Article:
Almost like you would think of chapstick or a lip balm. You know how you put a lip balm on, and you’re good to go, it’s effortless, and it’s a solution-based product? You’re going to hydrate and moisturize your lips. Why? Because they’re dry. Spots Stick is essential because maybe you have one pimple, but the rest of your skin looks gorgeous. You don’t want to cover it all up. You just want to get in on that one area. That is what the Spot Stick represents.
Why is it a great product for everyone?
I’d really be honored to have people think of this for all genders. I love this for men, and however you identify, but really for men. This is such a godsend because men want to say, “well, I’m not wearing makeup,” but it’s like yeah, you know that moisturizer isn’t really going to cover those super dark circles under your eyes. So this is really like a great little item for men. I really want men to be comfortable wearing this and not think about it like makeup.
How do you apply Spot Stick?
A light touch would be your pinkie, you could warm it up on your pinky and tap it over the area that you need coverage, or you could directly swivel it on. I designed this to be the average size of a pimple with a flat circumference, so if you twist it up, and you just put it on the pimple, or on the area that might need it, it will just twist directly over that area. It will make kind of the perfect circle. From there, you just blend and dab.
If you want to wear foundation or tinted moisturizer. Fantastic, but maybe you have an area that you’ve never really been successful with covering up. You can go in after you’ve used your foundation with the Spot Stick, and that will be sort of your finishing touch.
What is special about the formula?
This is going to be a nerd moment, so just prepare. If you went to makeup school today, one of the basic 101 rules of makeup is first, you apply your foundation, or your concealer, a creamy kind of fluid. That’s what everyone lays down to diminish blemishes and whatnot. The next step, in order for your beautiful work to last, you have to set it with a powder. It can be a loose powder or pressed powder, but the reason and the theory behind that whole process is that the cream will move around on your face unless you set it with the powder.
So my intention with this formula was to make it with the cream and the powder built into one. You would receive a matte finish, it would adhere to your skin and it’s a little bit on the drier side. So if you’re using it under your eyes, you want to put a light moisturizer down first if you have dry to normal skin. If you have oily skin, you can skip that step. It’s intentionally designed to adhere to the skin and meant for a matte finish, so we could avoid step two because I love convenience.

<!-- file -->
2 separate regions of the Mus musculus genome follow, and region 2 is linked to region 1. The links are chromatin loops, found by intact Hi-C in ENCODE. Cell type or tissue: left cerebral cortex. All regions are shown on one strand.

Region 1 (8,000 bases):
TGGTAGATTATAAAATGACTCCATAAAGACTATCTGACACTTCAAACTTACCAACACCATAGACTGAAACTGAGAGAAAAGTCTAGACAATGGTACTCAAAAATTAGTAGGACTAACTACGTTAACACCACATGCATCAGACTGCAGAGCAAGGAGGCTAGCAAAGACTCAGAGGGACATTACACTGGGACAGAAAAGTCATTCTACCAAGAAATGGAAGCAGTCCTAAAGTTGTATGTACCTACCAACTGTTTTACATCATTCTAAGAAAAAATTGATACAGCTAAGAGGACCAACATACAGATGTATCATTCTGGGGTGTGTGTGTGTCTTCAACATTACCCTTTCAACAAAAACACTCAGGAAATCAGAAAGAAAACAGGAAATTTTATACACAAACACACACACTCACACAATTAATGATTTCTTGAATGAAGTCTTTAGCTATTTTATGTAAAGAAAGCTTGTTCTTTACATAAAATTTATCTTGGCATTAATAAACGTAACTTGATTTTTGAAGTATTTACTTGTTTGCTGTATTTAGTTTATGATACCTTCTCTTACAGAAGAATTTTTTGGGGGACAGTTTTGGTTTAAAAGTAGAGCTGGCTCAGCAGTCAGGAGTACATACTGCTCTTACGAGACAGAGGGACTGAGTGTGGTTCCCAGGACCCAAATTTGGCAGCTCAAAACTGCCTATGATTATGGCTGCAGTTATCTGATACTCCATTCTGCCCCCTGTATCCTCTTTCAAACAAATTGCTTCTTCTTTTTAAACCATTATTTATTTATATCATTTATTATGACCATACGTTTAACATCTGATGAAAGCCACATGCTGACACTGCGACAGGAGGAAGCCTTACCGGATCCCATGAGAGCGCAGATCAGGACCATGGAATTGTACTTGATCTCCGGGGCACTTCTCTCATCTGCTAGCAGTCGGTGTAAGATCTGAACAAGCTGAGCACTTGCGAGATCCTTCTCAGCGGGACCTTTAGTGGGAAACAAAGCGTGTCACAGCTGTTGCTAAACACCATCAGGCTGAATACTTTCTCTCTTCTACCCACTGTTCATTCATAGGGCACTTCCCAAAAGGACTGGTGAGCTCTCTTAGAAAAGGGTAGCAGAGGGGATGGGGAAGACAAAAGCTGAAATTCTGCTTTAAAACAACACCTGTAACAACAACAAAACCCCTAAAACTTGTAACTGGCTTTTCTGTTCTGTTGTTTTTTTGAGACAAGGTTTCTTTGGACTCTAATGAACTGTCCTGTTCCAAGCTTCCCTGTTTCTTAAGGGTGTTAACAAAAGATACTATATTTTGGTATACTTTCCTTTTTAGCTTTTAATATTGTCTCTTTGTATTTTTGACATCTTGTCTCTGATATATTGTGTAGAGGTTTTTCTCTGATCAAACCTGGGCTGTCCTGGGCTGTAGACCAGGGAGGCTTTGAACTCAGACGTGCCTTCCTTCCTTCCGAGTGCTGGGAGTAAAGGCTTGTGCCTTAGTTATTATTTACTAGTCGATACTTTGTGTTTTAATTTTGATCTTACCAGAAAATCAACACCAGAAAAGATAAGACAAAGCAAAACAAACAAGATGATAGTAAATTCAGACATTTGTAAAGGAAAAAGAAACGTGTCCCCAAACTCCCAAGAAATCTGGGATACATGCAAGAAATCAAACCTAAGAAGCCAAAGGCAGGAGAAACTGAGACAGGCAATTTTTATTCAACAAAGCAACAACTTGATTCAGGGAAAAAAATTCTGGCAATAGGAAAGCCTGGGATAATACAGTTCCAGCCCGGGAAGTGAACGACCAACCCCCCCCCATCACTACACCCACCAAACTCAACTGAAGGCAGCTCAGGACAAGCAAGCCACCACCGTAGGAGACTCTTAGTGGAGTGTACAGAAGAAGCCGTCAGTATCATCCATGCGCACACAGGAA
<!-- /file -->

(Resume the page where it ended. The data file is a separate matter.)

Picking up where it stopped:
I always speak with the head chemist [at the lab], and I explain, “This cannot irritate people’s skin. I do not want anyone to break out from this, I don’t want anything in here that would cause any bacteria.” I can sleep at night because I trust my lab so much, and I don’t think a lot of people really talk about that.
What made you want to move into the base and coverage makeup category at this moment?
Well, I think everyone has worked incredibly hard throughout the pandemic to enhance their skin. The last thing you want to do is start to cover it up with ingredients that might break you out or cause blackheads. Clean beauty is important to me. Each of these shades I designed have their own little bio to help match your skin tone. A couple of the shades I created as neutralizer tones to cover blue, so they can be worn alone, or they can be worn under another spot stick. I just really wanted this to be incredibly easy for the consumer, not something that requires a lot of direction just once you know and once you understand and once you have the color that blends into your skin, you’re good to go.
The messaging is most important about what these do because I think the packaging is really so conveniently shaped. I love the pure convenience, and I really want people to understand what they’re getting into when they purchase a product.
I like to dip into the market where I feel like not everybody lives. This felt like why hasn’t anyone made a tiny little matte finish the size of a pimple or a spot for everyone to wear as a kind of convenient touch-up? I’m a smaller company. I’m not a huge commercial brand. I very thoughtfully design products with what I believe people can actually use. I’m a pretty practical designer.